5. Some cards write you checks, others will only do transfers – Some credit cards will actually write you a check that you can deposit and then pay off your other balances on your own. Others will only pay the cards directly.

Do not confuse this balance transfer check with a cash advance or some other method (the names change). Do not get a cash advance, that's not a balance transfer and won't be subject to the 0% APR. Make sure it's a balance transfer check.

The only reason to get a 0% balance

The only reason you should use a 0% balance transfer is to aggressively pay off high interest debt.

It's a tool that you should use in conjunction with other debt paying strategies to get you closer to a debt balance of $0.

If you think you can just move your balances from one card to another, building your own little credit card debt Ponzi scheme, you can… until you run out of options. Then your credit will be worse off because of all the credit card applications, your debt situation will likely be worse, and you will no longer have this valuable tool in your kit to combat debt. Only use this to get you closer to paying off your debts.

Now, whether you use the debt snowball (pay low balances first) or debt avalanche (pay high interest rates first), you should treat the transferred balance as the high interest debt it really is. If you transferred it from one credit card to another, calculate your payoff strategy using the balance's non-promotional rate.

For example, let's say you had these three unsecured consumer debts:

  • Debt A: $500 at 12%
  • Debt B: $1000 at 16%
  • Debt C: $3000 at 18%

Under debt snowball, you'd be paying Debt A because it's the lowest balance.

Under debt avalanche, you'd be paying Debt C because it's the highest interest rate.

If you transferred Debt C to a 0% balance transfer, your debts now look like this:

  • Debt A: $500 at 12%
  • Debt B: $1000 at 16%
  • Debt C: $3000 at 0% (for 12 months, then rises to 18%)

Under debt avalanche, you should still treat Debt C like it's has an interest rate of 18% and aggressively pay that loan off first even though technically the interest rate is 0% for 12 months.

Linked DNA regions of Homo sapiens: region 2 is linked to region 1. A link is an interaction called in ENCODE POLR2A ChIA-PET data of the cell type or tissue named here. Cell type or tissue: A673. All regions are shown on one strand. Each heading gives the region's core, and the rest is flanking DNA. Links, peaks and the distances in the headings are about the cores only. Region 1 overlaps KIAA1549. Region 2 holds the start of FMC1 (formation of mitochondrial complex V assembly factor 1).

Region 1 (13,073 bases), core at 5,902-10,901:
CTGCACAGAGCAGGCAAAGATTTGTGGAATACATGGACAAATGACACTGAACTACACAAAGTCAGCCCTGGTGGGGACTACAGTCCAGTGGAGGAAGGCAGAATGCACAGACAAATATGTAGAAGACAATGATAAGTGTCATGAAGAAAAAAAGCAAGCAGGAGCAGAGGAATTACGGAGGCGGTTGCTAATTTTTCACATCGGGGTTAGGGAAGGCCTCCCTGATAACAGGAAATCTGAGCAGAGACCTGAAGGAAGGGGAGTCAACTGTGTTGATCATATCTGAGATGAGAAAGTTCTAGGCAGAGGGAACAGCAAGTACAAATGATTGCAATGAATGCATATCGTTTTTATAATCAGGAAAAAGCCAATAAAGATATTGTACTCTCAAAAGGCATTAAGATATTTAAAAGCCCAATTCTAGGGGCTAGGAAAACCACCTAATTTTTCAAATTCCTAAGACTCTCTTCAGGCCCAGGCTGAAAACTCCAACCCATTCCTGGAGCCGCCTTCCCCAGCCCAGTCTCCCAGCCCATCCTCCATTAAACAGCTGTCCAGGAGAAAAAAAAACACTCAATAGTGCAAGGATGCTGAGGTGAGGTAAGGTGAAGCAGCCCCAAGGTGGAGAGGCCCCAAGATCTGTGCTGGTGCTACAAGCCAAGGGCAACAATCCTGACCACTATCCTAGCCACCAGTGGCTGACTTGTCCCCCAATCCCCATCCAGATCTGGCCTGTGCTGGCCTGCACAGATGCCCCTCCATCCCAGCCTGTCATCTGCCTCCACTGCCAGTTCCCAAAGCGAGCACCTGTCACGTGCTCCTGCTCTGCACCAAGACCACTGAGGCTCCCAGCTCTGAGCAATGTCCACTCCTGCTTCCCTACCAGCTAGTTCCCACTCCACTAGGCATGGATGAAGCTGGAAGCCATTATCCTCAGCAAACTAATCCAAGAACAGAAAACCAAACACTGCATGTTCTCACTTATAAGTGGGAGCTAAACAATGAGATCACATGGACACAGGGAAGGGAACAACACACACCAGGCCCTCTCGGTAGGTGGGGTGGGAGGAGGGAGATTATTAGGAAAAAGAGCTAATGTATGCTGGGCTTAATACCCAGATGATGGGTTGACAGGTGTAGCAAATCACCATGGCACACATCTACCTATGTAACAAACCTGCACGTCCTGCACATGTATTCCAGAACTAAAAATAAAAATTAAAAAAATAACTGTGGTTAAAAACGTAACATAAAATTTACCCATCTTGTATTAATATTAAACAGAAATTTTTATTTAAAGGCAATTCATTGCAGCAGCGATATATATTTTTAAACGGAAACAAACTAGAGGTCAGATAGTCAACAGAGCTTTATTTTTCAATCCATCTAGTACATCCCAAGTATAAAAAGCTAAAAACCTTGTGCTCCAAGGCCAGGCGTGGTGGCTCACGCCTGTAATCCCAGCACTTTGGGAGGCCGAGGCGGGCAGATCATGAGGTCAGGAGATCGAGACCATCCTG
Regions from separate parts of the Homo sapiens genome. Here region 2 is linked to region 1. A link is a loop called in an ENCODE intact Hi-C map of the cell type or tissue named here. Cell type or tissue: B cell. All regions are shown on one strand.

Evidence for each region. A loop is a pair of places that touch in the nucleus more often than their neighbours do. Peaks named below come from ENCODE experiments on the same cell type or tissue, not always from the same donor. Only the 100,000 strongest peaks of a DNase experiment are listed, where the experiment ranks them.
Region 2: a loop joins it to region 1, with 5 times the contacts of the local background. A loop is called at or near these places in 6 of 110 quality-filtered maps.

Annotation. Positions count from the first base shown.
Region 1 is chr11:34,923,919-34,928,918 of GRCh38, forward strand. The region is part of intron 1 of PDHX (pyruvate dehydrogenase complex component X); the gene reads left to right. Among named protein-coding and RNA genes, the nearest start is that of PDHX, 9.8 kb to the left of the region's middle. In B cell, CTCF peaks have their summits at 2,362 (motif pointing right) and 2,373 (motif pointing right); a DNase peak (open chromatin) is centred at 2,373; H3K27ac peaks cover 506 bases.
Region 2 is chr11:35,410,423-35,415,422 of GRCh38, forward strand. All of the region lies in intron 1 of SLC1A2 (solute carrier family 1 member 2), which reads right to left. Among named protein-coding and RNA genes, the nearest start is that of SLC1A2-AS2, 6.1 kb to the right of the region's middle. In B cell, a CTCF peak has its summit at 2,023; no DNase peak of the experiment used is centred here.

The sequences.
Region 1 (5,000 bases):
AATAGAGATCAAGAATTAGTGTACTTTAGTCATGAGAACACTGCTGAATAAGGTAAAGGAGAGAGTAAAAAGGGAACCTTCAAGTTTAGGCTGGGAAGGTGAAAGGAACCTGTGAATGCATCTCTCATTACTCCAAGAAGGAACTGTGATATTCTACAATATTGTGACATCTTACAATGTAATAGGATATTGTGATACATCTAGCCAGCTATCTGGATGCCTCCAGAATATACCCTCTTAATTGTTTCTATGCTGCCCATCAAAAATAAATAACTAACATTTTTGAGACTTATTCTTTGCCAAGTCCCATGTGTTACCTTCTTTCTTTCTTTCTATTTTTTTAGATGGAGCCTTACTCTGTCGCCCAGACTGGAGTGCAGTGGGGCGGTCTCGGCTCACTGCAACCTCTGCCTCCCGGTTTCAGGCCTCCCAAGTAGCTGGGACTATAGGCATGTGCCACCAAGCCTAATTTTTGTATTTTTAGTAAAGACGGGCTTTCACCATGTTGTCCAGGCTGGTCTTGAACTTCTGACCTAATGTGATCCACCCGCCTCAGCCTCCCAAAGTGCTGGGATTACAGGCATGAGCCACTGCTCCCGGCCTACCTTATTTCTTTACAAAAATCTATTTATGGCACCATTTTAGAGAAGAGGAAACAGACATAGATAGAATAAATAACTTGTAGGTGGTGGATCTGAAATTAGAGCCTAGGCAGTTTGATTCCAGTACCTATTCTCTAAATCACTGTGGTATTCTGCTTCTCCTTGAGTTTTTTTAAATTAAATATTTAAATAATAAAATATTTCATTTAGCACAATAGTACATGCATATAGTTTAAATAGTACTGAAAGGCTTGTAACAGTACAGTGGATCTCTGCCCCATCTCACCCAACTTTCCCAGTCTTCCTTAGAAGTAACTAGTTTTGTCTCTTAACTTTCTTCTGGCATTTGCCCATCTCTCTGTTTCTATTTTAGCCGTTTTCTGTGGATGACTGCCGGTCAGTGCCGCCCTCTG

Should you consolidate with a balance transfer?

Maybe.

It hinges on how aggressively you can pay off debt and the non-promotional interest rate of the new card.

Let's say your debts are:

  • Debt A: $500 at 12%
  • Debt B: $1000 at 16%
  • Debt C: $3000 at 18%

The easiest scenario is if the new card's interest rate is under 12% – then you definitely want to consolidate because it's still cheaper after the promotional period.

The next easiest scenario is if the new card's interest is over 18% – then you only want to transfer the balances (less the transfer fee since that's tacked on) that you know you'll be able to pay off within the promotional period.

The tricky in-between scenario is actually not that tricky. Any balance that has an interest rate above the new card's rate will get transferred, since it'll be cheaper even after the promotional period. Any balance with a lower interest rate should only be transferred if you intend to pay that amount off before the promotional period ends.

Let's say you think you can pay off $1,000 in the promotional period and the interest rate of the new card is 17%. You will transfer all of Debt C and Debt B.

You transfer Debt C because it's cheaper by a 1% (remember, you're still making minimum payments and paying down the debt, so you'll still save 18% interest less the transfer fee). You're also able to pay an extra $1,000 over the course of the year, which would clear out all of the Debt B, which has a rate that's 1% less than the new card.

At the end of the promotional period, assuming a 2%/$10 minimum payment, you'd have:

  • Debt A: $436.60
  • Debt B paid off
  • Debt C: $2354.15 plus $120 balance transfer fee.

That's a total debt of $2910.75 after $1765.84 in payments. (A: $120, B: $1000, C: $645.84).

If you didn't transfer, assuming a 2%/$10 minimum payment, you'd have

  • Debt A: $436.60
  • Debt B: $95.62
  • Debt C: $2824.88

That's a total debt of $3357.10 after $1820.47 in payments. (A: $120, B: $999.96, C: $700.51).

And Debt C is now at a lower interest rate.

Do the math and you'll know whether you should do it.

Why you shouldn't get a 0% balance transfer

Unless you have a plan for aggressively paying down your debt, a 0% balance transfer isn't going to help too much.